How to Stay Safe from Scams and Malware on Facebook

FacebookAt last count, Facebook has clocked up over 2.7 billion users, which makes the platform more attractive than ever for scammers and hackers. While you may be logging in to share your latest family photos or catch up with friends, the chances of accidentally triggering a scam or malware are increasing daily. Here’s how to stay safe on Facebook and stop the spread.

Look out for freebies and surveys on Facebook

Everybody loves a freebie and for the most part the competition posts on Facebook are legitimate. On the flip side though, when you see a giveaway for vouchers from a mega-store, alarm bells should ring. ‘Do this quick survey and we’ll send you a $50 Amazon Voucher!’ – it’s too good to be true. Even one click can take you on a messy journey through the underbelly of the web, picking up trackers and malware at every stop and at the end, you’re asked to share the post so your friends can get a voucher too…except nobody ever gets the reward.

Check your permissions with games and quizzes

Whenever you access a new game or quiz, you’ll need to give permissions for it to access your Facebook profile. Most people click the okay button without any thought, but if you review the permissions you’re giving, you’ll often find they’re asking for a massive amount of personal data; public profile, friend list, email address, birthday and newsfeed. Do they really need ALL this information? Sometimes the shakedown is from necessity, but sometimes the apps are preparing to launch attacks against you both on and off Facebook. For example, when you call your bank they ask certain questions like your full name, birthday and maybe which high school you went to. All that information is in your Facebook profile and now shared with your permission.

Don’t friend people you don’t know

Having lots of friends is always nice, but that friend accept could end up costing you. It might be someone pretending to know you, or a picture of a pretty girl to entice men (and vice versa). Once you friend them, they get access to everything your friends can see. In this case, it’s more than the risk of someone knowing your personal data, you’ve just given them intimate access to your life. It’s exactly how romance scams start, and there are even cases where the victim finds photos of their children circulating the internet.

If it’s weird, forget it

It doesn’t happen very often, but hackers find ways to take advantage of flaws in Facebook. A common hack that keeps popping up in various forms is to embed malware in a link. The virus then infects your machine and contacts all your friends with an enticing message, like asking whether a picture is of them. When they click to view the picture, the virus catches them and their friend list, and so on. Facebook is pretty good at staying on top of these flaws, but they need time to fix it. Just like if you got a weird email with an attachment from a friend, use that same level of scrutiny in your Facebook and don’t open messages or links that seem out of place.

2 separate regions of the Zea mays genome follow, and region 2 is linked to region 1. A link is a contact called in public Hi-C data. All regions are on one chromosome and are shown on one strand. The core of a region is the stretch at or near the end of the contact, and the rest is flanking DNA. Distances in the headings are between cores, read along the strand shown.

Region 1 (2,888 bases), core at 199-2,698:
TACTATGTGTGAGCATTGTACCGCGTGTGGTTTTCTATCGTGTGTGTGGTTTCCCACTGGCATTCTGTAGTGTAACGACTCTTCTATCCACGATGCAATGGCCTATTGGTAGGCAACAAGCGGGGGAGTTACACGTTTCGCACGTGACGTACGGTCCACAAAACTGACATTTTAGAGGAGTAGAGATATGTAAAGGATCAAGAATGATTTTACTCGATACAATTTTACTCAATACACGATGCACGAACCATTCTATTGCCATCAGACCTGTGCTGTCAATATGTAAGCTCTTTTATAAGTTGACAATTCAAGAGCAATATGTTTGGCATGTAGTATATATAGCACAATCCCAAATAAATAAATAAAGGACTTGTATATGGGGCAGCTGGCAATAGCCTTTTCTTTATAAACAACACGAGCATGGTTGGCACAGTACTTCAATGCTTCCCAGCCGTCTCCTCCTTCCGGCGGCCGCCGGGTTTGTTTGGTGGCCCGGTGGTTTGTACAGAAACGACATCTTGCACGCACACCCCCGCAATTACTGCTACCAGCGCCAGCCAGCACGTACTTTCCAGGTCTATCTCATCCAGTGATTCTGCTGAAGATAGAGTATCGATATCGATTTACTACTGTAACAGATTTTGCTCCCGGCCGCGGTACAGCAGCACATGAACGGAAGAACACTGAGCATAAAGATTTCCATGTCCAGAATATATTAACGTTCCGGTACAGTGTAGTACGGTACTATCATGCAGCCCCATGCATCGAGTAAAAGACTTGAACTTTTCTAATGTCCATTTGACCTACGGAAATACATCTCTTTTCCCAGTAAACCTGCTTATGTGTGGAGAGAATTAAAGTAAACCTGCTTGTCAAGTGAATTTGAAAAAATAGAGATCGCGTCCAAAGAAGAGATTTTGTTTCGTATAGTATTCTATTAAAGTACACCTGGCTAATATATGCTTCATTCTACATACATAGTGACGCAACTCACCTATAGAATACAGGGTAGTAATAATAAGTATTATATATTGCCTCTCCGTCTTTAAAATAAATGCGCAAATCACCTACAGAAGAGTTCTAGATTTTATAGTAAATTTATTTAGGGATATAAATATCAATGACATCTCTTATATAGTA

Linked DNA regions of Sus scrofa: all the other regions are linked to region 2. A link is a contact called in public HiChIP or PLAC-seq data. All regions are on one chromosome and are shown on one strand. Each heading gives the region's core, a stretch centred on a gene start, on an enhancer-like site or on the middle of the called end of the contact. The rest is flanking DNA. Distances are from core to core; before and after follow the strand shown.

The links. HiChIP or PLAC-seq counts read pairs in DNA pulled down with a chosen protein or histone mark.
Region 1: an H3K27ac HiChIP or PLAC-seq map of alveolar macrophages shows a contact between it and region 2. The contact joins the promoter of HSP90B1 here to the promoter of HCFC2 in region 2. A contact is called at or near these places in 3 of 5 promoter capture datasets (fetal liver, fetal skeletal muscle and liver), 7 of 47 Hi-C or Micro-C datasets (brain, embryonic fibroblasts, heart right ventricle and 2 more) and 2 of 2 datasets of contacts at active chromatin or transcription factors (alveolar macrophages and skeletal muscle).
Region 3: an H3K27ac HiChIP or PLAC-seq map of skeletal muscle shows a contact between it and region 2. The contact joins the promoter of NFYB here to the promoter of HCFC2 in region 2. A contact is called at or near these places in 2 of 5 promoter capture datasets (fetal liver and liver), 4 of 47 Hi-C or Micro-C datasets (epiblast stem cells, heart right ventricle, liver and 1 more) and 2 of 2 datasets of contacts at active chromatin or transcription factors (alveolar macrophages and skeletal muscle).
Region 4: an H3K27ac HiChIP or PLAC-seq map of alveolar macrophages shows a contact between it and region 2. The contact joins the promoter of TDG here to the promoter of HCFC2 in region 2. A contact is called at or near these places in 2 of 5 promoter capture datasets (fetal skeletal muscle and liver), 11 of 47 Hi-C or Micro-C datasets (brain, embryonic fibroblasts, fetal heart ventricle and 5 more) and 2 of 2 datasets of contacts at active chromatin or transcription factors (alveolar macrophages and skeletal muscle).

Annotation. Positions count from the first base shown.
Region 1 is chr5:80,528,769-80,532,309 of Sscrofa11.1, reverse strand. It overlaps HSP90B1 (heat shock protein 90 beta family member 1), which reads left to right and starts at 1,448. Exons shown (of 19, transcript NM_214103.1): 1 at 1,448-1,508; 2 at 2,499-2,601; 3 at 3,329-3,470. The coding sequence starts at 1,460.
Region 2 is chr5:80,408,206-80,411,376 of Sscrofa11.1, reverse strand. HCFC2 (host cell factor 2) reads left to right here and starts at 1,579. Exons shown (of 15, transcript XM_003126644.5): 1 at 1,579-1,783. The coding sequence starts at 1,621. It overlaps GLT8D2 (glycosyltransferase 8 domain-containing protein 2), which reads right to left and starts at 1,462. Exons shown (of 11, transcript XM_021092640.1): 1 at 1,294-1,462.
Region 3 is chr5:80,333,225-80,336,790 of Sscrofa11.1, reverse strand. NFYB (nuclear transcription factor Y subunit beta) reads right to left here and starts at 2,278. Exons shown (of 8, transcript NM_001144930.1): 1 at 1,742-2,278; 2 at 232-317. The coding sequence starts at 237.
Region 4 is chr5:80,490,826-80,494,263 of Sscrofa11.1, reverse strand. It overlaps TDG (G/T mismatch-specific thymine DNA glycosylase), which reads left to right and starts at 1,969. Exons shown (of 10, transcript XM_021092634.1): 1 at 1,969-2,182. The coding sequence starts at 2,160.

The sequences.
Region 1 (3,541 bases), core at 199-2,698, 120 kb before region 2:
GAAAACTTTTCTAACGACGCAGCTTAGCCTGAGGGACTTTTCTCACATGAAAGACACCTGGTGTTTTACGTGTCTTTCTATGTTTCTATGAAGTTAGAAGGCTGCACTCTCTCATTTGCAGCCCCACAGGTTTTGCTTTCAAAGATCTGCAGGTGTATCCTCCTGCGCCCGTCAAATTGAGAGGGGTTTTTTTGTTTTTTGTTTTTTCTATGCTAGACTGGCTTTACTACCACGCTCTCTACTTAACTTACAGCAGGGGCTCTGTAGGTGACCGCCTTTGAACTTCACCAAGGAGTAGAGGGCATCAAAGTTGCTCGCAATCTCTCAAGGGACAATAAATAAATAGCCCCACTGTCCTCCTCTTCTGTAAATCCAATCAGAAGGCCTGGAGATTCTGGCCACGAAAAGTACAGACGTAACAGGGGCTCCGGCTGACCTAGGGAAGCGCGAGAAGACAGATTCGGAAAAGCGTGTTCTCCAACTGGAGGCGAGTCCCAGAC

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Here are some troubleshooting tips for your PC

I hope that with these tips, you’ll be able to save hours of stress when your computer has problems.
Here are some tips which you can learn in the meantime.
*Cannot save a file onto your hard disk*
Check your hard disk to see if it still has space available. Delete some files if possible.
Run a virus scan on your computer and make sure that there are no viruses present.
Reinstall the application you are using and see if it solves the problem.
*Monitor does not display anything*
Check the obvious — Monitor’s LED light is on, power is plugged in and cable is connected to both the monitor and PC.
When you turn on your PC, check to see if there are any strange beeping noises. If so, there could be a problem with your graphics card. You will need to replace the graphics card in this case.
To see which is the graphics card (VGA card) inside your PC, look at which card the monitor cable is connected to.
*Keyboard/mouse doesn’t work*
If it’s a wireless keyboard/mouse, check to see if the batteries need replacing. If it’s not a wireless keyboard/mouse, check to see if the cable is plugged in properly.
It may be that the USB port which you plug your keyboard/mouse cable to is faulty. Try another USB port if you have one. If there are no USB ports available, buy a USB hub which will allow you increase the number of USB ports. Plug your keyboard/mouse cable here.
If the device doesn’t work, you will need to replace it.
*Mouse cursor is hard to control*
This normally happens with a mouse that has no infrared. It’s because the inside of the mouse is dirty due to long usage.
Remove the ball from the mouse and clean it. Use a pin and scrape off the dirt from the rollers inside the mouse.
That’s it for the tips.
I hope you’ve enjoyed the tips I posted. I realize how frustrating and how expensive it’ll cost when your computer at home dies on you. So I’ve hope I’ve done my part in helping you.
Best Regards,
Joe Brochin
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